Go back to the photos in the Beaufort scale link above, if you notice a change in the water, the wind is picking up, was that expected in the forecast or not? If not, then the forecasters probably got it wrong or a change is coming in earlier than forecast. What way is your boat facing/drifting? Has the wind direction changed? Check for an updated weather forecast on your phone/VHF and make the call to move in closer or head in. Keep an eye on the sky for storm fronts/fog rolling in and lastly when in Rome… If everyone around you is packing up in a hurry and heading in there is probably a good reason why!

Tight lines

Sea Sherpa


Storm rolling in at Altona. Photo credit: The Age

Easy Chip Shop Style Battered Flake Recipe

Everyone needs a decent batter recipe up their sleeve and after years of playing around with different recipes I’ve settled on this one as my go-to. I normally use this for flake fillets but it can be used with any white fish or even onion rings. Flake will taste better the day after it is caught rather than the day you catch it. If you refrigerate your fillets overnight using a colander over a bowl, it gives the flesh time to sweat out more of the ammonia, improving the eating quality. The trick for crispy batter is to take the time to chill it; cold batter and hot oil gets a crispy end result.


  • Flake fillets (refrigerated overnight before use)
  • 1 cup of self raising flour
  • Sparkling mineral water (or beer)
  • 2-3 tbs malt vinegar
  • Pinch of salt
  1. Sieve flour and salt together in a bowl.
  2. Make a well in the centre.
  3. Add chilled mineral water/beer and whisk to make a smooth creamy batter.
  4. Add the malt vinegar and stir through.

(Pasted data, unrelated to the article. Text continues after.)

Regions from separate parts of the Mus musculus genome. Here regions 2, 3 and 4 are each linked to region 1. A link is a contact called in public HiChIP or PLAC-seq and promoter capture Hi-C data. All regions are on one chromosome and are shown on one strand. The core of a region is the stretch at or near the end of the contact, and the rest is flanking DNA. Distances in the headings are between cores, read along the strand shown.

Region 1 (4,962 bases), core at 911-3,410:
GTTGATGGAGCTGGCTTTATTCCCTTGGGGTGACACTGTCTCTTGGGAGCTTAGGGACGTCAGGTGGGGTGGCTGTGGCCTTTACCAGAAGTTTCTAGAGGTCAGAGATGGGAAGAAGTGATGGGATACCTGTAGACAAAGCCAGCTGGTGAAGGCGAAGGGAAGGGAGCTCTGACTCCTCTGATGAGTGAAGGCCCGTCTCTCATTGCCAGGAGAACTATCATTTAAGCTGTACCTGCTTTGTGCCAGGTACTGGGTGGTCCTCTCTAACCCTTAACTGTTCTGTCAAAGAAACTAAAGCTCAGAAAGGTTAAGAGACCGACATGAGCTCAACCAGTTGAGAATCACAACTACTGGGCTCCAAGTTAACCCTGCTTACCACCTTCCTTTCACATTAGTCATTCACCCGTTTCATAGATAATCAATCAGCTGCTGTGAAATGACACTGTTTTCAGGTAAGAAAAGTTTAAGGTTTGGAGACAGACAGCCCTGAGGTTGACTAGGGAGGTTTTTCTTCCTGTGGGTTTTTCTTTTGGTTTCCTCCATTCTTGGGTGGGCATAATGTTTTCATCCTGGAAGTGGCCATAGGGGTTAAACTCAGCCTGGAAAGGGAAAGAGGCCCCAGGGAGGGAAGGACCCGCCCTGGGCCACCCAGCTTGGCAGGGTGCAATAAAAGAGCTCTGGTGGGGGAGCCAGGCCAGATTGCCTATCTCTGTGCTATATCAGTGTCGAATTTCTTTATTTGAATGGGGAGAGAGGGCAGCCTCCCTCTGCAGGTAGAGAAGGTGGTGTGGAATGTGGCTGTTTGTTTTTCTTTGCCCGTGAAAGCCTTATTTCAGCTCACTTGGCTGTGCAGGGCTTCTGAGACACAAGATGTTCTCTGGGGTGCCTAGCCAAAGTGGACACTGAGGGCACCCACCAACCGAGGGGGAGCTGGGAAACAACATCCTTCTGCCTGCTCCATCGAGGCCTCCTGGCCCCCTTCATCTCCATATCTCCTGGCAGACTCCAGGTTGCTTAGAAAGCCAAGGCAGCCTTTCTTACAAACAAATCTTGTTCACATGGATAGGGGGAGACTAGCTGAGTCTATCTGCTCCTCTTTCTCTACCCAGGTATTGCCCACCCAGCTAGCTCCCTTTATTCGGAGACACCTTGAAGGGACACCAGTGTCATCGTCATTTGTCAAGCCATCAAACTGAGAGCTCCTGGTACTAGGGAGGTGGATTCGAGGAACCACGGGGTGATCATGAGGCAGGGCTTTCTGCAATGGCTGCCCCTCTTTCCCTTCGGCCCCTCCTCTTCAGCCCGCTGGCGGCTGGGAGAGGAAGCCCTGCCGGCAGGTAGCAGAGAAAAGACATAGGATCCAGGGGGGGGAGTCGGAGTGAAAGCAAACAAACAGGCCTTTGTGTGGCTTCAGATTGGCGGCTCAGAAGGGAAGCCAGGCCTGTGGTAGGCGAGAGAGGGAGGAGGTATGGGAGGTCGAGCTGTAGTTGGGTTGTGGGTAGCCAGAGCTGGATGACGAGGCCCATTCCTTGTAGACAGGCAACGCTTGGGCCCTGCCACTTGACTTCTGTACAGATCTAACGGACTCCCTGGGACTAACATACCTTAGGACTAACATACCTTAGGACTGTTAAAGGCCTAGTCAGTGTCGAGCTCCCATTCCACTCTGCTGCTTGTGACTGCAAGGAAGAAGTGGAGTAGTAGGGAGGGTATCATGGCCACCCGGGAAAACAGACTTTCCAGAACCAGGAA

5. Cover batter with cling wrap and chill in refrigerator for 30 mins.
  6. Remove flake fillets from the colander and pat dry using kitchen towel.
  7. Coat with a thin layer of flour before dipping in the batter.
  8. Cook in hot oil until golden brown.


Sea Sherpa



Kayak hull design explained for first time buyers.

With the explosion of choice in the kayak market in recent years, sifting through the options can be a pretty daunting task for new comers to the sport. Here is a quick intro to the basics to help you with the big decision.

A few terms to get your head around first:

Tracking: the ability of a kayak to maintain a straight course while paddling. If a hull tracks badly it zig-zags while you paddle causing a lot of the power from a forward stroke to be lost to side-to side motion.

Freeboard: the height of the side of the kayak measured from the waterline to the deck. Generally kayaks with more free board offer a drier ride, but the trade-off is that there is more of the kayak out of the water to catch the wind. This will increase your drift speed when soft plastic fishing or squidding and will make paddling or pedalling into a headwind that bit harder. To counter the effect of the freeboard, you can use a drogue/sea anchor and Hobie kayaks can also increase their water resistance by keeping fins vertical in the water.

Rocker: the amount of curvature in the keel line of a kayak. Kayaks with large rocker will be seen to have an upturned nose and stern and be banana shaped. They sacrifice a little hull speed but are very responsive and handle surf/chop very well.

Stability: There are two types of stability, primary & secondary. Primary stability is the initial steadiness a paddler feels when the kayak is on flat water. Secondary stability is a kayak’s ability to stay stable when rolled over on its side. Secondary stability gives the paddler the ability to roll a kayak back upright easily from a tipped over position (think of the no-spill baby cups that roll back up when knocked). Most kayak designs are a balance of primary and secondary stability to suit a particular use. In trying conditions such as choppy swell, secondary stability allows the hull to rotate on the wave keeping you vertical whereas primary wants to stay parallel to the surface of the wave and you have to counter it with your weight, leaning into the swell.